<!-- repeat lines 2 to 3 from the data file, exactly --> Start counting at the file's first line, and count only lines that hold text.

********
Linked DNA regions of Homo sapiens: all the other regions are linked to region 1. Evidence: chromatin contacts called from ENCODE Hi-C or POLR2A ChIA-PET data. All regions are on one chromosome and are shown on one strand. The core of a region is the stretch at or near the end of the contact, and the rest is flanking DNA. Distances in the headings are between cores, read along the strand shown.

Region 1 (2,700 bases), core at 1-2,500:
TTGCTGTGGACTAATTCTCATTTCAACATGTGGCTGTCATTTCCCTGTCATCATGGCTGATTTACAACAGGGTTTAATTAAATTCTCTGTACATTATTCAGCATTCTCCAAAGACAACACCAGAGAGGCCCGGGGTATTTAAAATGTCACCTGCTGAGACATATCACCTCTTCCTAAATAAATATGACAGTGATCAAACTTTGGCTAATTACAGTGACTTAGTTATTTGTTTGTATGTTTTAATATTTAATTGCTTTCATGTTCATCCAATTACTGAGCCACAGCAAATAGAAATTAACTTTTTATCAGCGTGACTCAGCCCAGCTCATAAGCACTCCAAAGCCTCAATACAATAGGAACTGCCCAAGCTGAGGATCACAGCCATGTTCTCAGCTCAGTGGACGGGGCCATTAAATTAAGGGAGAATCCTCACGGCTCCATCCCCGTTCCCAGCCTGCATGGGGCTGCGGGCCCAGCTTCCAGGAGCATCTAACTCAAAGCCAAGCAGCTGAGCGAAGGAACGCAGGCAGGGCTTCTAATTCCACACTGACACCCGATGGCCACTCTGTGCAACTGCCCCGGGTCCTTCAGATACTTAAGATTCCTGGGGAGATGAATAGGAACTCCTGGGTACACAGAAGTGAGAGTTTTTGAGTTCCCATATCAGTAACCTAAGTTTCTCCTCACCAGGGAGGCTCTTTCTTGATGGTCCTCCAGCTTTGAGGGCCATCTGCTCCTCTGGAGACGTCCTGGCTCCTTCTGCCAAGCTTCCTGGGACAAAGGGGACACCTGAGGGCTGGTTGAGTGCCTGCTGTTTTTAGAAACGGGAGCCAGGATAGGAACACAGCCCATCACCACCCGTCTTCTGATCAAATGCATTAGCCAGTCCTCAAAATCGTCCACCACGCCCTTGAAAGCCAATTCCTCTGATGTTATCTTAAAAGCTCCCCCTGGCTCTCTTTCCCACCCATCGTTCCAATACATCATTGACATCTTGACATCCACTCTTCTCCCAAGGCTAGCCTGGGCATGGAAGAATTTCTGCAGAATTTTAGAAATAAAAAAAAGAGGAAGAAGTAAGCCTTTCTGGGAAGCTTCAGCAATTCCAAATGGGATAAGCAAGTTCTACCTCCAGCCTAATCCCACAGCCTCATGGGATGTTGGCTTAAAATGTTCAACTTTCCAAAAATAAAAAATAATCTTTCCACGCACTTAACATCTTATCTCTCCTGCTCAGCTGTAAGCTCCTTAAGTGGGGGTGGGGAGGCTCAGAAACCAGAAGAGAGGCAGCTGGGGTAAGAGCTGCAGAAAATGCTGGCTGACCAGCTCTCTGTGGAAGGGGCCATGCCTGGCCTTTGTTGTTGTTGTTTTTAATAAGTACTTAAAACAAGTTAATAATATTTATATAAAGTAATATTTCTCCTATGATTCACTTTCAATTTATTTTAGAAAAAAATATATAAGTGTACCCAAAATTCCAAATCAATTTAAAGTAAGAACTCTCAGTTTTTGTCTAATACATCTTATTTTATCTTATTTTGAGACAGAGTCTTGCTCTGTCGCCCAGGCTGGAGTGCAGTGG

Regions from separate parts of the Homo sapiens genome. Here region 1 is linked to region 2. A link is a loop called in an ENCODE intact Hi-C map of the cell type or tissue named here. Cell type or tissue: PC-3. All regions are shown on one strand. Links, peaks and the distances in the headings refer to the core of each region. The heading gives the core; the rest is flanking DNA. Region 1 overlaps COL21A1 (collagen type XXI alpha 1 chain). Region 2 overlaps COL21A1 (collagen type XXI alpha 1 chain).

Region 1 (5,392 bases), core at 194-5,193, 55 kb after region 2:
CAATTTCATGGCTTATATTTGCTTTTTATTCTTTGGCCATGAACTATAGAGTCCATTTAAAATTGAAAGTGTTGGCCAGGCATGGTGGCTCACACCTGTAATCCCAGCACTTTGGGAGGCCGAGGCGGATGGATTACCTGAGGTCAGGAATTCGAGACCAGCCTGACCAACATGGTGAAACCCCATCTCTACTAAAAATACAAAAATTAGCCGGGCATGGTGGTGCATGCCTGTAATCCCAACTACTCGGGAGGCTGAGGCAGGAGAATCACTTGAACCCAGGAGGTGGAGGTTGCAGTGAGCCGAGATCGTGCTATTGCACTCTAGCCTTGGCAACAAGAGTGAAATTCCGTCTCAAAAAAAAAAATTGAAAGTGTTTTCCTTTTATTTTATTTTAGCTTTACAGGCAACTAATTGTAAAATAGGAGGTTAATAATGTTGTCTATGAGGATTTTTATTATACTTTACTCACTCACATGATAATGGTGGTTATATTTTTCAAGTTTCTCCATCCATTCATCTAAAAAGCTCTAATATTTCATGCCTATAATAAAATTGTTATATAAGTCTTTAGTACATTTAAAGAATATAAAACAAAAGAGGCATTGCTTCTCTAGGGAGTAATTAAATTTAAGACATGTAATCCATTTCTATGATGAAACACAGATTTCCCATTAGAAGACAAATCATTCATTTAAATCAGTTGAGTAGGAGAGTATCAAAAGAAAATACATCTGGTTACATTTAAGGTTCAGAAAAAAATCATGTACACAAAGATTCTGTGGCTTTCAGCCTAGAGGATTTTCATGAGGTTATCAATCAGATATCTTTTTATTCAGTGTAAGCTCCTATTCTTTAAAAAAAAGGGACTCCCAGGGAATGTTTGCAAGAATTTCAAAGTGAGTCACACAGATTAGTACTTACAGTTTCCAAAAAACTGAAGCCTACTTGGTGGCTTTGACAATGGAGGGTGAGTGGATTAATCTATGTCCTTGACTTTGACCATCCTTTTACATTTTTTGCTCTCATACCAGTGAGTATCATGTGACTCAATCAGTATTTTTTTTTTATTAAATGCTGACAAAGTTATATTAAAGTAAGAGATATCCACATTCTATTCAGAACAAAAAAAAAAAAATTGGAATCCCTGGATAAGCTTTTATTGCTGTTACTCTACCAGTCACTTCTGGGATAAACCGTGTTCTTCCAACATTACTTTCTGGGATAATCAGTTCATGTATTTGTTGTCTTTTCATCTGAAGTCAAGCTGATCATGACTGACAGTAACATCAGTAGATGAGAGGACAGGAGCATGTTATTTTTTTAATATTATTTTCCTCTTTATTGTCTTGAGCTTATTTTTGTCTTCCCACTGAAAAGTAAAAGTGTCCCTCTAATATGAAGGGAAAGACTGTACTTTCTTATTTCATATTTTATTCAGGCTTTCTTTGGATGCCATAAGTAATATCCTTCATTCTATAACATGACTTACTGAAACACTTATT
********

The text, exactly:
Region 1 (2,700 bases), core at 1-2,500:
TTGCTGTGGACTAATTCTCATTTCAACATGTGGCTGTCATTTCCCTGTCATCATGGCTGATTTACAACAGGGTTTAATTAAATTCTCTGTACATTATTCAGCATTCTCCAAAGACAACACCAGAGAGGCCCGGGGTATTTAAAATGTCACCTGCTGAGACATATCACCTCTTCCTAAATAAATATGACAGTGATCAAACTTTGGCTAATTACAGTGACTTAGTTATTTGTTTGTATGTTTTAATATTTAATTGCTTTCATGTTCATCCAATTACTGAGCCACAGCAAATAGAAATTAACTTTTTATCAGCGTGACTCAGCCCAGCTCATAAGCACTCCAAAGCCTCAATACAATAGGAACTGCCCAAGCTGAGGATCACAGCCATGTTCTCAGCTCAGTGGACGGGGCCATTAAATTAAGGGAGAATCCTCACGGCTCCATCCCCGTTCCCAGCCTGCATGGGGCTGCGGGCCCAGCTTCCAGGAGCATCTAACTCAAAGCCAAGCAGCTGAGCGAAGGAACGCAGGCAGGGCTTCTAATTCCACACTGACACCCGATGGCCACTCTGTGCAACTGCCCCGGGTCCTTCAGATACTTAAGATTCCTGGGGAGATGAATAGGAACTCCTGGGTACACAGAAGTGAGAGTTTTTGAGTTCCCATATCAGTAACCTAAGTTTCTCCTCACCAGGGAGGCTCTTTCTTGATGGTCCTCCAGCTTTGAGGGCCATCTGCTCCTCTGGAGACGTCCTGGCTCCTTCTGCCAAGCTTCCTGGGACAAAGGGGACACCTGAGGGCTGGTTGAGTGCCTGCTGTTTTTAGAAACGGGAGCCAGGATAGGAACACAGCCCATCACCACCCGTCTTCTGATCAAATGCATTAGCCAGTCCTCAAAATCGTCCACCACGCCCTTGAAAGCCAATTCCTCTGATGTTATCTTAAAAGCTCCCCCTGGCTCTCTTTCCCACCCATCGTTCCAATACATCATTGACATCTTGACATCCACTCTTCTCCCAAGGCTAGCCTGGGCATGGAAGAATTTCTGCAGAATTTTAGAAATAAAAAAAAGAGGAAGAAGTAAGCCTTTCTGGGAAGCTTCAGCAATTCCAAATGGGATAAGCAAGTTCTACCTCCAGCCTAATCCCACAGCCTCATGGGATGTTGGCTTAAAATGTTCAACTTTCCAAAAATAAAAAATAATCTTTCCACGCACTTAACATCTTATCTCTCCTGCTCAGCTGTAAGCTCCTTAAGTGGGGGTGGGGAGGCTCAGAAACCAGAAGAGAGGCAGCTGGGGTAAGAGCTGCAGAAAATGCTGGCTGACCAGCTCTCTGTGGAAGGGGCCATGCCTGGCCTTTGTTGTTGTTGTTTTTAATAAGTACTTAAAACAAGTTAATAATATTTATATAAAGTAATATTTCTCCTATGATTCACTTTCAATTTATTTTAGAAAAAAATATATAAGTGTACCCAAAATTCCAAATCAATTTAAAGTAAGAACTCTCAGTTTTTGTCTAATACATCTTATTTTATCTTATTTTGAGACAGAGTCTTGCTCTGTCGCCCAGGCTGGAGTGCAGTGG